Any reader of the Bible who stops to ponder the nature of suffering, as Christians often do during Lent, is going to run up against Job. And to ponder Job, just like suffering, is to be confused. It’s a good confusion though, a mystery, that keeps drawing you back, because it comes as close to expressing the human condition as any part of the Bible, as any piece of poetry, really can. There is a deep truth in Job that is both satisfying and reassuring and entirely unsatisfying and discomfiting at the same time. Which is much like the life it mirrors. One of the better explorations (because there are no real exPLANations) I’ve read is this one from Frederick Buechner:
Theodicy is the branch of theology that asks the question: If God is just, why do terrible things happen to wonderful people? The Bible’s best answer is the book of Job.
Job is a good man and knows it, as does everybody else, including God. Then one day his cattle are stolen, his servants are killed, and the wind blows down the house where his children happen to be whooping it up at the time, and not one of them lives to tell what it was they thought they had to whoop it up about. But being a good man he says only, “The Lord gave, and the Lord hath taken away. Blessed be the name of the Lord” (Job 1:21). Even when he comes down with a bad case of boils and his wife advises him to curse God and die, he manages to bite his tongue and say nothing. It’s his friends who finally break the camel’s back. They come to offer their condolences and hang around a full week. When Job finds them still there at the start of the second week, he curses the day he was born. He never quite takes his wife’s advice and curses God, but he comes very close to it. He asks some unpleasant questions:
If God is all he’s cracked up to be, how come houses blow down on innocent people? Why does a good woman die of cancer in her prime while an old man who can’t remember his name or hold his water goes on in a nursing home forever? Why are there so many crooks riding around in Cadillacs and so many children going to bed hungry at night? Job’s friends offer an assortment of theological explanations, but God doesn’t offer one.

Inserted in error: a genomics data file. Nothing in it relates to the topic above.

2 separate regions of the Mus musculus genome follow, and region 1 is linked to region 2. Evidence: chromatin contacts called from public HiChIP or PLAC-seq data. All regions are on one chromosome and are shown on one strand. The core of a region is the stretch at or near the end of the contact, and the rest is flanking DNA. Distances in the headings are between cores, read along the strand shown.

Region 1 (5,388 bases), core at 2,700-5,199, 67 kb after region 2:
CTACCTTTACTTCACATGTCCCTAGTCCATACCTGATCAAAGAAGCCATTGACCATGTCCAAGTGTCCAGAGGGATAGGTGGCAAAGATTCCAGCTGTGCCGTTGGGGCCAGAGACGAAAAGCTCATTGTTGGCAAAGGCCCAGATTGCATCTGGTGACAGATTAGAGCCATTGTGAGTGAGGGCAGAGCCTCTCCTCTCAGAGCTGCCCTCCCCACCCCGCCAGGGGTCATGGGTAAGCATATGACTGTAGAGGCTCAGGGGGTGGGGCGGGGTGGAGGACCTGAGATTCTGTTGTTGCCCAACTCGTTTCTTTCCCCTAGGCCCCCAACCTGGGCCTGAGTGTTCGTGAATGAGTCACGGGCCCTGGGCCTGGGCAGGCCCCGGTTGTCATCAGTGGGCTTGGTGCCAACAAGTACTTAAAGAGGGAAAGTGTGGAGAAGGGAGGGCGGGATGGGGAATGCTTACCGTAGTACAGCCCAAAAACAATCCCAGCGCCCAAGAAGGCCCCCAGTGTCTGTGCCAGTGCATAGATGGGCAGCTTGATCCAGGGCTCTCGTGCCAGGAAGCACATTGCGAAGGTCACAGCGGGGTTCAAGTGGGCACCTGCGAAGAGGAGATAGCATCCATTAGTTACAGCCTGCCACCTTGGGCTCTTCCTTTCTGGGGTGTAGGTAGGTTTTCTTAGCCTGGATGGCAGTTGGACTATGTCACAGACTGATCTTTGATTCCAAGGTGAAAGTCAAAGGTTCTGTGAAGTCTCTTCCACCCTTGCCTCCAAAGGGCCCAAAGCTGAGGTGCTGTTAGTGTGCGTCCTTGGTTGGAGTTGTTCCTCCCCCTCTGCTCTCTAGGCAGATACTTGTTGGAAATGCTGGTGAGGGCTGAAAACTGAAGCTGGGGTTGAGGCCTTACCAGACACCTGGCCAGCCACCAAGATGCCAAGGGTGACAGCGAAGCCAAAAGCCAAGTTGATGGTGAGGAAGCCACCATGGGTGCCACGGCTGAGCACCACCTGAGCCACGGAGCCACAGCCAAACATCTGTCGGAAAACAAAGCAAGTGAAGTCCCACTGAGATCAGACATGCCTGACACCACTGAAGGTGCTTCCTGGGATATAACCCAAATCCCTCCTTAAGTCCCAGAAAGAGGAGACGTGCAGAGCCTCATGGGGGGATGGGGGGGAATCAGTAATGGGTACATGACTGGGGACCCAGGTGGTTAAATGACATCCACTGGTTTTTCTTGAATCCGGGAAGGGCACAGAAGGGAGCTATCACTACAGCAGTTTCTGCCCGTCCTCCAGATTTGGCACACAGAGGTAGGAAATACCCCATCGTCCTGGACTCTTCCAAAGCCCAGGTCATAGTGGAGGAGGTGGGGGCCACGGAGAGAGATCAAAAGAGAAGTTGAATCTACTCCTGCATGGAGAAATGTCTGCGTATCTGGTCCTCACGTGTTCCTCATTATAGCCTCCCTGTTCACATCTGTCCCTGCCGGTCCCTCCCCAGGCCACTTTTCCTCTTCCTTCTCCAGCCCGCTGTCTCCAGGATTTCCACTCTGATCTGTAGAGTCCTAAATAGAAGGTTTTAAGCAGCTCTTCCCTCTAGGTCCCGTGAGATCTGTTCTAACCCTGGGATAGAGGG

God doesn’t explain. He explodes. He asks Job who he thinks he is anyway. He says that to try to explain the kinds of things Job wants explained would be like trying to explain Einstein to a little-neck clam. He also, incidentally, gets off some of the greatest poetry in the Old Testament. “Hast thou entered into the treasures of the snow? Canst thou bind the sweet influences of the Pleiades? Hast thou given the horse strength and clothed his neck with thunder?” (Job 38:31).
Maybe the reason God doesn’t explain to Job why terrible things happen is that he knows what Job needs isn’t an explanation. Suppose that God did explain. Suppose that God were to say to Job that the reason the cattle were stolen, the crops ruined, and the children killed was thus and so, spelling everything out right down to and including the case of boils. Job would have his explanation.
And then what?
Understanding in terms of the divine economy why his children had to die, Job would still have to face their empty chairs at breakfast every morning. Carrying in his pocket straight from the horse’s mouth a complete theological justification of his boils, he would still have to scratch and burn.
God doesn’t reveal his grand design. He reveals himself. He doesn’t show why things are as they are. He shows his face. And Job says, “I had heard of thee by the hearing of the ear, but now my eyes see thee” (Job 42:5). Even covered with sores and ashes, he looks oddly like a man who has asked for a crust and been given the whole loaf.
At least for the moment.
~ originally published in Beyond Words